Friday, December 30, 2011

Rep. Fudge offers olive branch after State Sen. Nina Turner withdraws from congressional race, Turner's colleagues say it strengthens Black community

Ohio State Sen. Nina Turner (D-Cleveland)

U. S. Rep. Marcia L. Fudge (D-OH)

By Kathy Wray Coleman, Editor

WASHINGTON, D.C.-State Sen. Nina Turner (D-25) on Fri. withdrew from next year's March 6 Democratic primary in a fight for a seat representing the 11th Congressional District against U.S. Rep. Marcia L. Fudge (D-11) that lost momentum after Fudge won endorsements from practically every Democratic elected official in her predominantly Black district.

Pursuant to a new congressional map unleashed last week that brought roughly 200,000 more constituents, Ohio's 11th Congressional District, which includes parts of Cleveland and its eastern suburbs in Cuyahoga County, now stretches south of Cleveland some 35 miles and includes a majority Black pocket of Akron, and staggering sections of its suburbs in Summit County.

A Warrensville Hts. Democrat, Fudge was big time about it, immediately offering an olive branch to Turner, a Cleveland Democrat, former Cleveland Ward 1 councilwoman, and protege of former Cleveland Mayor Michael R. White.

"I have great respect for State Senator Nina Turner and I wish her well in future endeavors," the congresswoman said in a press release to Cleveland Urban News.Com and The Kathy Wray Coleman Online News Blog.Com. "It is my intention to maintain the trust and confidence of the people of the 11th Congressional District. It is my honor and privilege to serve them."

Turner, who dissappointed Cleveland's Old Black Political Guard when she took on Fudge and entered the race earlier this month as another Black woman and prominent Black elected political official of Cuyahoga County, billed her departure as a by product of a fast approaching Democratic primary and what she said were discrepancies with the new congressional map.

That controversial map, dubbed House Bill 369, was drawn by the Republican controlled Ohio House of Representatives as state law requires and was signed into law by Republican Gov. John Kasich last week, after passing the Ohio House and Senate.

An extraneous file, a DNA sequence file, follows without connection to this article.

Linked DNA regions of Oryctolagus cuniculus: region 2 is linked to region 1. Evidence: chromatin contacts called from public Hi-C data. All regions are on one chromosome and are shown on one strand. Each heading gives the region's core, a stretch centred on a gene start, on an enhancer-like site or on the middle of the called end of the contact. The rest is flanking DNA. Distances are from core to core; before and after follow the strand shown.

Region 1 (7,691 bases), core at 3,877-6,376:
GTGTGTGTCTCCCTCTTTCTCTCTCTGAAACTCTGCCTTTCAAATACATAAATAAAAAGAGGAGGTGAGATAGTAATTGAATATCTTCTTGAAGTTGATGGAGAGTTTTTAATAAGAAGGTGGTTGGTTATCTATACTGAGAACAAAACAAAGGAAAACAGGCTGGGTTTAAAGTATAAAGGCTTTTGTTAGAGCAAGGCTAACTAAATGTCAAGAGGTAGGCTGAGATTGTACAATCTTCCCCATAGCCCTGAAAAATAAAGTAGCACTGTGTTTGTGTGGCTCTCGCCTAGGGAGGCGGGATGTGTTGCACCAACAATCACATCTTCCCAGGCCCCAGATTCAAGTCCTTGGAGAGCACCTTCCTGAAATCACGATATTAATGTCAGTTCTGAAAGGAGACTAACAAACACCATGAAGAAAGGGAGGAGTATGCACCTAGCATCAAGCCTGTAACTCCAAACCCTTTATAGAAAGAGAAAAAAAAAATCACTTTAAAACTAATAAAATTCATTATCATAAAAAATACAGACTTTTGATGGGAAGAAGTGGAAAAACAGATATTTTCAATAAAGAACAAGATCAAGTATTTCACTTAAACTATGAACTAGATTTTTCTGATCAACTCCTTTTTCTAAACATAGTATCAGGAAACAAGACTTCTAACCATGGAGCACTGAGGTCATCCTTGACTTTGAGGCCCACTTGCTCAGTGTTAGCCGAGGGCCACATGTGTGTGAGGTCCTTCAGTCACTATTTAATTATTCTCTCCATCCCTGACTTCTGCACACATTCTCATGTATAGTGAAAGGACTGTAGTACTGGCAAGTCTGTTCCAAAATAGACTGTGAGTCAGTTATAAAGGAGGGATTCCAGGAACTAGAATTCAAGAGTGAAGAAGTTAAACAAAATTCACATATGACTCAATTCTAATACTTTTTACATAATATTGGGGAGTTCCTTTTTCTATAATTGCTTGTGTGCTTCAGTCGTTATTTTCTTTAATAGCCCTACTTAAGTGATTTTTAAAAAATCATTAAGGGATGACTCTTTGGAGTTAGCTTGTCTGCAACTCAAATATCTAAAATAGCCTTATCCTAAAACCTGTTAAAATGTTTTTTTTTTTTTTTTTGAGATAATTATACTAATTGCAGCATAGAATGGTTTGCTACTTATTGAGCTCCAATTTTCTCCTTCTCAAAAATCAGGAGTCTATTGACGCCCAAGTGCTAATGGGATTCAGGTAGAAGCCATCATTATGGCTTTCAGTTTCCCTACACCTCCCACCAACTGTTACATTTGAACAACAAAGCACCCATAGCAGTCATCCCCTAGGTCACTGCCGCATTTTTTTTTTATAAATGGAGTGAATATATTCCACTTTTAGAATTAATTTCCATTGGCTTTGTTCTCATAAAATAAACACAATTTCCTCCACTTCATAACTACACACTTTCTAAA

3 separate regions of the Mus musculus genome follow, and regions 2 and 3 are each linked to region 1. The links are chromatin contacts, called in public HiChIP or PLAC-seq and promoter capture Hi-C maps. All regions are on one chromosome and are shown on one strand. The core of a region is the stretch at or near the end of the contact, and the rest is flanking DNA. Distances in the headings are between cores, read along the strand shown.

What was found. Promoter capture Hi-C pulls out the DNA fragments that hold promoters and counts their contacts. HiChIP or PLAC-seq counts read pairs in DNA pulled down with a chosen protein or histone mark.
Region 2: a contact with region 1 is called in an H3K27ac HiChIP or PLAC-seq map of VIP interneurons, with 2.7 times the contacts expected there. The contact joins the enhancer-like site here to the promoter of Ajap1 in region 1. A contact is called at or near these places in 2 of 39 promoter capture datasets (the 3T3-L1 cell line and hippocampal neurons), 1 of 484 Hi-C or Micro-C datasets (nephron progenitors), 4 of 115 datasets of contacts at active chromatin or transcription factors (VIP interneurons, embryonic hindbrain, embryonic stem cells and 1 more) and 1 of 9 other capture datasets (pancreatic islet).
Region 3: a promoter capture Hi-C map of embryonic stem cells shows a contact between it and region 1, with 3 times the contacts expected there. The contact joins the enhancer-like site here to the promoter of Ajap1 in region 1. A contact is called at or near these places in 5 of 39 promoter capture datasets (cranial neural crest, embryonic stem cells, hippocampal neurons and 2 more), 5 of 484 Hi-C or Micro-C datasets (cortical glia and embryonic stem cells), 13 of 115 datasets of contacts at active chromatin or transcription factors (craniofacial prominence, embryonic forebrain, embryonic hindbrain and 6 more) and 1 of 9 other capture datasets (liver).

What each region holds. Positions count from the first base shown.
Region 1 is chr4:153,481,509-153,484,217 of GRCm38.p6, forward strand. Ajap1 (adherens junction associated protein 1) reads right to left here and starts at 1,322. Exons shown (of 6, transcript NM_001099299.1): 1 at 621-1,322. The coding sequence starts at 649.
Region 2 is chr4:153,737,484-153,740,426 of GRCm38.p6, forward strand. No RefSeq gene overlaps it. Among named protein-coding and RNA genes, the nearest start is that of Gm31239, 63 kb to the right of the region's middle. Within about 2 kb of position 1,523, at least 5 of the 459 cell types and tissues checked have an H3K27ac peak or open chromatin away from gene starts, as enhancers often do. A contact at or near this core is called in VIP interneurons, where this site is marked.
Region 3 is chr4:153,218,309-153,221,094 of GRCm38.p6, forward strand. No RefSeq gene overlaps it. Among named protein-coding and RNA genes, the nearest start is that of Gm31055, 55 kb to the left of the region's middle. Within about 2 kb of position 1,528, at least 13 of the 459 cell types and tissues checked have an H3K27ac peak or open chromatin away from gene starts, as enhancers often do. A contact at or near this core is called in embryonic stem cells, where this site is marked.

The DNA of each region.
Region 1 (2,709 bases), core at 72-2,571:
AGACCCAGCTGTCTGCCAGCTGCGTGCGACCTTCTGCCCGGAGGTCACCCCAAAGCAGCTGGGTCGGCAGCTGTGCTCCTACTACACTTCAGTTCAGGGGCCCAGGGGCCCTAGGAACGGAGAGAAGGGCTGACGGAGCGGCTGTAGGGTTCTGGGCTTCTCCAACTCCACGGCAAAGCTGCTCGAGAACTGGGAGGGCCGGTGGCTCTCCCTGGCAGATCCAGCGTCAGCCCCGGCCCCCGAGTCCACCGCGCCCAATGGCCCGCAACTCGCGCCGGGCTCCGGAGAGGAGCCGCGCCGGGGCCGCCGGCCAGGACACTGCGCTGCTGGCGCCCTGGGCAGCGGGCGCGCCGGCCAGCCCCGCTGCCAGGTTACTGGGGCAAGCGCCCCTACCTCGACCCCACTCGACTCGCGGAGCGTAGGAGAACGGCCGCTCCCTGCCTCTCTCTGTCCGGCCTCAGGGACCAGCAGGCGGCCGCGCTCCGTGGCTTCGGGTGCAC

Turner says that HB 369, which reduces Ohio's congressional seats from 18 to 16 due to declining population growth with the intent for Republicans to win 12 seats and Democrats four., "was manipulated to allow incumbent politicians to guarantee their reelection," rationale that she did not explain in her press release.

Turner's Black Cleveland colleagues in the Ohio legislature were as pleased as Fudge at her decision to leave the race and said that the resolution between the two Black women, both with a cadre of supporters in their own right, strengthens the Black community and its political base.

"It is good to see the African- American community come together around Congresswoman Marcia Fudge," said State rep. Bill Patmon (D-10), who had endorsed Fudge. "This strengthens African- American representation in the region."

State rep. John Barnes Jr. (D-12), a Cleveland Democrat who endorsed Fudge too, agreed.

"It is good for Cleveland and for the region," Barnes said.

But Community Activist Art McKoy, who leads Black on Black Crime Inc, said that Turner's entrance into the congressional race tapped an appetizing side of Fudge that was waiting in the wings, and that that too is good for the community, but from a different perspective.

"I like both of them, and competition in football, basketball and politics is good." said McKoy. "Marcia Fudge went from a poodle to a pit bull when Nina Turner got in the race."

Turner was Fudge's only challenger for the Democratic primary.

Though prospective candidates for Ohio Congressional races had until Fri., Dec. 30 to file petitions due to an extended deadline since Dec. 7 since the new congressional map was just recently released, no significant opposition is expected.

And the chances of a Republican winning in the heavily Democratic district in November's general election are slim to none.

Asked if the lawmaker's exit from the race helped or hurt her political career, Patmon said the latter.

"It always hurts when you move out and then turn back on your word because in politics all you have is your word," he said.

Turner's exit follows the announcement by 10th Congressional District Congressman Dennis Kucinich, a Cleveland Democrat, to take on 9th District Toledo Democrat Marcy Kaptur, who was handed an edge when their congressional districts were merged into one in the new congressional map and 47 percent of Kucinich's district went to Kaptur.

Barnes, Patmon and other Black leaders like retired U.S. Rep Louis Stokes of Shaker Hts. and Cleveland NAACP President George Forbes feared that Kucinich would jump in the race against Fudge and fought publicly and behind the scenes against it, and at least Patmon said that Turner's choice to initially run against Fudge was to help Kucinich if he decided to seek the 11th Congressional District seat, something Turner denied outright.

"Rep. Kuncinich will not be in the 11th Congressional District race," she told Cleveland Urban Weekly.Com and The Kathy Wray Coleman Online News Blog.Com during an interview earlier this year.

Congressional candidates do not have to live in their residential districts, though under Ohio law members of the state legislature do.

Reach Kathy Wray Coleman by email at, and by telephone at 216-932-3114.